Casa Grande Mayor Craig McFarland was also glowing in his praise of the technology and told PinalCentral there is a good chance the cameras could be installed before the end of the year, pending council approval.

“I would think that is certainly within the realm of possibility,” said McFarland. “The Casa Grande Police Department will engage with the company (Flock), then they will come back to us with a budget. I believe, and I may be speaking out of school, but depending on the total cost, it is going to be using (seized) RICO funds.”

In his presentation to the council, McCrory said the Flock camera “gathers objective and unbiased facts about vehicles” and that his department would be able to pinpoint suspects in a more thorough and efficient manner.

“Crime doesn’t stick in one area, crime travels,” McCrory said. “Our officers that go to the scene can put a suspect license plate out in one to three minutes. If that officer is busy, then the dispatch can also have access to this (Flock cameras) and put that information out. So we start getting hits prior to our arrival on scene.”

McCrory also said that when his Casa Grande officers go to a scene, they have to ask the dispatch center for direction and travel, and many times the officers have no idea where the suspect goes and that it is guesswork. But with the Flock system, it allows for “precision policing.”

McCrory also told the council that Flock cameras had already been installed in Tempe, Apache Junction, Queen Creek, Mesa, Buckeye, Maricopa and Oro Valley and cited examples of success in thwarting crimes in those cities.

Traffic enforcement such as speeding or facial recognition are not part of Flock information gathering objectives of the Casa Grande Police force, according to McCrory.

“It is not used for traffic enforcement,” he said. “We’re not going to be writing tickets off of this. One of the most important things I think for community members is it’s not connected to any registration data. We do not get a tag. It’s not connected to DMV or anything like that.”

Privacy concerns and access to personal data were discussed during the meeting. McCrory was keen to empathize that while there may be a perception of “Big Brother is watching you,” there are strict guidelines on protecting local citizens’ privacy.

McCrory said that data obtained from the Flock cameras would be stored on a secure cloud network and that the Casa Grande Police Department would own the footage, not Flock.

He said there would be a 30-day period after which data that is not of investigative use would be deleted from the system. He also added that an audit trail (where officers access recorded info) would be provided.

“An officer just can’t get on this system and see how many vehicles or what vehicles went through Trekell and Cottonwood,” McCrory said. “They have to provide a reason for the search that is captured. It provides an audit trail that we can view.”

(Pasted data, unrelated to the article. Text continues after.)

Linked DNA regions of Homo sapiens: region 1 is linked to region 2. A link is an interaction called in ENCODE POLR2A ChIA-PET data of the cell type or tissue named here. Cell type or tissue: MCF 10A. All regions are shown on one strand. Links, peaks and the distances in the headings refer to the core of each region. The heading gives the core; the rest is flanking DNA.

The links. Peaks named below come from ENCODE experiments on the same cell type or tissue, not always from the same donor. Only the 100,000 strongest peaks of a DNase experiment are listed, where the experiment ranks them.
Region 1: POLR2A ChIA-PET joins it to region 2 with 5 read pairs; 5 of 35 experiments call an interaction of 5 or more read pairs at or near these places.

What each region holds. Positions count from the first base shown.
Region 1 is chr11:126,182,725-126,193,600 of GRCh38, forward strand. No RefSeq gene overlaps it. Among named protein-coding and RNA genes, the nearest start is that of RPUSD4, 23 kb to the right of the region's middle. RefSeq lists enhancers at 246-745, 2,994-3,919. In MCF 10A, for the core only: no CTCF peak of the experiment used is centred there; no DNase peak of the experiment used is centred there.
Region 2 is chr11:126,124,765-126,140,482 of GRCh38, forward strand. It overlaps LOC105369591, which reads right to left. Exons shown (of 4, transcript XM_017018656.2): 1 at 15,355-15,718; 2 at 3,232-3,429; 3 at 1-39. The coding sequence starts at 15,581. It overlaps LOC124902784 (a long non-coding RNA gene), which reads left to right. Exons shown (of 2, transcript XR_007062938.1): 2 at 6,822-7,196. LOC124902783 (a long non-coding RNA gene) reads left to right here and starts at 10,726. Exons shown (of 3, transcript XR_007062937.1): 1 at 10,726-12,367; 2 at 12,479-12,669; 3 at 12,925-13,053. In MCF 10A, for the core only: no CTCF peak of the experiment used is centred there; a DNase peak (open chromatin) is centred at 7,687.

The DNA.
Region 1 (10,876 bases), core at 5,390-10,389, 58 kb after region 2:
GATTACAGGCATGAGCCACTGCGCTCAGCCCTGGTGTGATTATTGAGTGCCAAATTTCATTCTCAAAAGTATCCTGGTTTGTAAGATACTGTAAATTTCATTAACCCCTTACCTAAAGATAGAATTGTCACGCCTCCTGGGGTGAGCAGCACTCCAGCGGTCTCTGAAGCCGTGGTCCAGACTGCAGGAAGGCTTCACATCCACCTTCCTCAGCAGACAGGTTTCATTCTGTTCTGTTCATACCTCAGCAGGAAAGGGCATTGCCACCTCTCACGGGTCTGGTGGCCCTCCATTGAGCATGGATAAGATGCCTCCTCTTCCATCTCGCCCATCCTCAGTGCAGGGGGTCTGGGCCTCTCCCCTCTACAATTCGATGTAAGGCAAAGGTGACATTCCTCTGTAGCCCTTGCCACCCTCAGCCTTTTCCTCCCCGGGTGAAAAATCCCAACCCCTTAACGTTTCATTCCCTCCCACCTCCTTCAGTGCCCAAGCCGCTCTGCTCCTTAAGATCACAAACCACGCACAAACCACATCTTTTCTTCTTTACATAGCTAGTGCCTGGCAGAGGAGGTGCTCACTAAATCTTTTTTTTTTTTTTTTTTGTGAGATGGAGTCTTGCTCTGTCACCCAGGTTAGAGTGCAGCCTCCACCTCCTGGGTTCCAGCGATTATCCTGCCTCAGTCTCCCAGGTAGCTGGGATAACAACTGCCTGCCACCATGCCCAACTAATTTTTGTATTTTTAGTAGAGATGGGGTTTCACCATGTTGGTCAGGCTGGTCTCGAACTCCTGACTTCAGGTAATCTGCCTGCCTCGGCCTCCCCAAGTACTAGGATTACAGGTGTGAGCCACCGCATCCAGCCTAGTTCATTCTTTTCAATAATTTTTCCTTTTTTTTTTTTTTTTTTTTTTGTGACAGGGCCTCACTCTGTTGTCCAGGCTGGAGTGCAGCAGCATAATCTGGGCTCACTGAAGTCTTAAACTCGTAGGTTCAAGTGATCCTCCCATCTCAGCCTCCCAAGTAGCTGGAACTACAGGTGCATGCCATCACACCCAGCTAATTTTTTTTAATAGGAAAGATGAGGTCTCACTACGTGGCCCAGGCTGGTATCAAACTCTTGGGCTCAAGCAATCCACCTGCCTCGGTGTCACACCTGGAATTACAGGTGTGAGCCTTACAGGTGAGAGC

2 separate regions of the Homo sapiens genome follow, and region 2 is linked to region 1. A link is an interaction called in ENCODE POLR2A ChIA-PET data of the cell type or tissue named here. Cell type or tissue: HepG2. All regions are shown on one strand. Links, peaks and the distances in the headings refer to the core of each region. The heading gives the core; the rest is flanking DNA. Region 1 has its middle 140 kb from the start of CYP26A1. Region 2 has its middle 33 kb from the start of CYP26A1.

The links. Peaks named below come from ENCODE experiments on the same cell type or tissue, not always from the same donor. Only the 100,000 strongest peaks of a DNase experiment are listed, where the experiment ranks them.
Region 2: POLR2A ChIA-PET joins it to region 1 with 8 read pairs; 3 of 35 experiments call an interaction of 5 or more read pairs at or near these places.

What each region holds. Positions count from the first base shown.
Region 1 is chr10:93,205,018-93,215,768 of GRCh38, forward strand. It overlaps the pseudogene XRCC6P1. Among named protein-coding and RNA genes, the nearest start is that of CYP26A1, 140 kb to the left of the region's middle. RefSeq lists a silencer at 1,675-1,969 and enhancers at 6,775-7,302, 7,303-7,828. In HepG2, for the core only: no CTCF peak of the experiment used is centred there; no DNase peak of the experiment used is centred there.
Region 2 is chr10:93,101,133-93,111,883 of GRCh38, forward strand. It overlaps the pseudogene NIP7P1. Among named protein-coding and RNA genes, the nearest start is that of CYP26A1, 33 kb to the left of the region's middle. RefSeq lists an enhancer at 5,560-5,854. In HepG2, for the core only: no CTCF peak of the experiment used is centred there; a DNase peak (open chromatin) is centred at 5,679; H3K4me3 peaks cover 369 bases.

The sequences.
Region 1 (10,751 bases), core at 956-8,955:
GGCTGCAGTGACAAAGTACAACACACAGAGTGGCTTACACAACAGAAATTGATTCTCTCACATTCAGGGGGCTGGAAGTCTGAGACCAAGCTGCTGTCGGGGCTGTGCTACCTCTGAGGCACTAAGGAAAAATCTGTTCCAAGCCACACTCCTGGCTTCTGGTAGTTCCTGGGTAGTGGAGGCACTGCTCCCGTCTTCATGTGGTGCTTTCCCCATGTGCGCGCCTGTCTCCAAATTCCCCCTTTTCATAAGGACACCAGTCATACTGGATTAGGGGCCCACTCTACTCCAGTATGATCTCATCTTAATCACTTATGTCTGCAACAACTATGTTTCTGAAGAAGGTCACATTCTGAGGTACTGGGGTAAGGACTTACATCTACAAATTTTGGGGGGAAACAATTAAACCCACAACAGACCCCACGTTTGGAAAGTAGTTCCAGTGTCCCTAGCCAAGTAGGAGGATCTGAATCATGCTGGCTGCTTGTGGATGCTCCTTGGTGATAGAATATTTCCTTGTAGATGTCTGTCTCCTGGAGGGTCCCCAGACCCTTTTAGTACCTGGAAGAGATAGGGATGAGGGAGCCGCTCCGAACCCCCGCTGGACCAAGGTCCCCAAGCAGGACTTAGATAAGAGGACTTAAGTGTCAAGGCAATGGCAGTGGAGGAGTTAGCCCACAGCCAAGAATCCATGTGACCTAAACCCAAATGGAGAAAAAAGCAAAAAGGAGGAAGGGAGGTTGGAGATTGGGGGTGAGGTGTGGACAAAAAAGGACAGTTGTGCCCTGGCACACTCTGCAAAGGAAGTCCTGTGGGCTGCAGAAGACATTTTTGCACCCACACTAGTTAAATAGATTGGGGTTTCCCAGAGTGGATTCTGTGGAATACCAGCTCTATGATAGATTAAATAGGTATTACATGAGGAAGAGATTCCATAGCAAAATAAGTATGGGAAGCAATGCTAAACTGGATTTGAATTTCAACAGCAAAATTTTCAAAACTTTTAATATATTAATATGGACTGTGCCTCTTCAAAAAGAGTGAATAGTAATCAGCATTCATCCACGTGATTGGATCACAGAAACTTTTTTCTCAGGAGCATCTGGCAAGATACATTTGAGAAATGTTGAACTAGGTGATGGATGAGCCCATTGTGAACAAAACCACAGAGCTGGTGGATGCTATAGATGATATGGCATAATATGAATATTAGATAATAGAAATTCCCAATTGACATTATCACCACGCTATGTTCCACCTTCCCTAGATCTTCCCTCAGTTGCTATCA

McCrory also added that he believes the Flock system provides a good balance of gathering important suspect information but also has in place protection of citizens’ privacy.

“As an agency, we believe that this vendor has a product that strikes a perfect balance between effective and efficient police technology,” said McCrory. “I think there’s enough checks and balances in this system that it should alleviate people’s concerns. There’s a very good balance between what it captures to make us more effective, make us more efficient and still maintain the privacy factor.

“We’re not going to see somebody’s running to Dairy Queen when they told somebody that they were going to church, we’re not looking at that stuff,” quipped McCrory.

He told the council that the cost of each camera is about $2,500. He also said that in discussions with Pinal County Attorney Kent Volkmer, that his office had offered to pay for five of the cameras.

“He is sold on this with the results that he has heard from around the state as well as Maricopa already,” McCrory said of Volkmer. “We’d like to put up 20 (cameras) and talking to Kent today he has agreed to purchase at least five of that 20. That would save us about $12,150 to $13,000 if you include tax, so he’s committed to this.”

Retired Casa Grande Police Chief and now Councilmember Bob Huddleston told McCrory he is eager about the new technology and its capabilities.

“Well, first of all I’m excited about this,” Huddleston said. “I think this is the greatest thing in a long time. So, I am anxious to see what they can do.”

McCrory concluded his presentation and assured councilmembers that if the Flock technology didn’t live up to the expectations, his department could opt out.

“There’s a buyout clause that we would buy ourselves out of this if we’re not getting any positive results,” he said. “I really don’t think that’s going to be a factor for us. I think it’s going to keep us too busy, which is going to be good.”